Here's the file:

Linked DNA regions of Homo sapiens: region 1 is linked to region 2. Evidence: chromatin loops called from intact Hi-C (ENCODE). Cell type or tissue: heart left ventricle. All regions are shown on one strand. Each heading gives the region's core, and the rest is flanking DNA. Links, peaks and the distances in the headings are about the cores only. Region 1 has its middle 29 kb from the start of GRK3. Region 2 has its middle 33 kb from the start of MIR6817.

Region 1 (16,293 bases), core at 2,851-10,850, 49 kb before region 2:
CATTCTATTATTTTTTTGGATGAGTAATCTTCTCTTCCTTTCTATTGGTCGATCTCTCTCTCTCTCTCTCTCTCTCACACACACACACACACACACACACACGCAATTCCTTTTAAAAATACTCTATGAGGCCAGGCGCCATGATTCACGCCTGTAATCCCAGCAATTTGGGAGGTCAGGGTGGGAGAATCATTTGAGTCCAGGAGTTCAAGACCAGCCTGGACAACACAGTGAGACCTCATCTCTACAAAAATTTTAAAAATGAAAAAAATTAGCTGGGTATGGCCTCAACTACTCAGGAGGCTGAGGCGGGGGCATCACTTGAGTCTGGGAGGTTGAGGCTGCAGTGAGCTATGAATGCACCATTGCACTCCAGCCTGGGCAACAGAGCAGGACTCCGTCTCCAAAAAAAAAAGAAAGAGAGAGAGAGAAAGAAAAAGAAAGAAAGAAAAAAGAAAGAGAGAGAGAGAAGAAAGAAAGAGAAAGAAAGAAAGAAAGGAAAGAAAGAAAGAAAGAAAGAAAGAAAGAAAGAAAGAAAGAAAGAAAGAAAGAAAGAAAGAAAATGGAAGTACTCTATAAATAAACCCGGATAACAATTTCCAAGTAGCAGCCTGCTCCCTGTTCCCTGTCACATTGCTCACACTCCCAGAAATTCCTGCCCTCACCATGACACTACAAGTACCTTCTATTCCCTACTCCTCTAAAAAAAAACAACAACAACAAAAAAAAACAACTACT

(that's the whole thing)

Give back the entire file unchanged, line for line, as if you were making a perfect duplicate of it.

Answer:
Linked DNA regions of Homo sapiens: region 1 is linked to region 2. Evidence: chromatin loops called from intact Hi-C (ENCODE). Cell type or tissue: heart left ventricle. All regions are shown on one strand. Each heading gives the region's core, and the rest is flanking DNA. Links, peaks and the distances in the headings are about the cores only. Region 1 has its middle 29 kb from the start of GRK3. Region 2 has its middle 33 kb from the start of MIR6817.

Region 1 (16,293 bases), core at 2,851-10,850, 49 kb before region 2:
CATTCTATTATTTTTTTGGATGAGTAATCTTCTCTTCCTTTCTATTGGTCGATCTCTCTCTCTCTCTCTCTCTCTCACACACACACACACACACACACACACGCAATTCCTTTTAAAAATACTCTATGAGGCCAGGCGCCATGATTCACGCCTGTAATCCCAGCAATTTGGGAGGTCAGGGTGGGAGAATCATTTGAGTCCAGGAGTTCAAGACCAGCCTGGACAACACAGTGAGACCTCATCTCTACAAAAATTTTAAAAATGAAAAAAATTAGCTGGGTATGGCCTCAACTACTCAGGAGGCTGAGGCGGGGGCATCACTTGAGTCTGGGAGGTTGAGGCTGCAGTGAGCTATGAATGCACCATTGCACTCCAGCCTGGGCAACAGAGCAGGACTCCGTCTCCAAAAAAAAAAGAAAGAGAGAGAGAGAAAGAAAAAGAAAGAAAGAAAAAAGAAAGAGAGAGAGAGAAGAAAGAAAGAGAAAGAAAGAAAGAAAGGAAAGAAAGAAAGAAAGAAAGAAAGAAAGAAAGAAAGAAAGAAAGAAAGAAAGAAAGAAAGAAAATGGAAGTACTCTATAAATAAACCCGGATAACAATTTCCAAGTAGCAGCCTGCTCCCTGTTCCCTGTCACATTGCTCACACTCCCAGAAATTCCTGCCCTCACCATGACACTACAAGTACCTTCTATTCCCTACTCCTCTAAAAAAAAACAACAACAACAAAAAAAAACAACTACT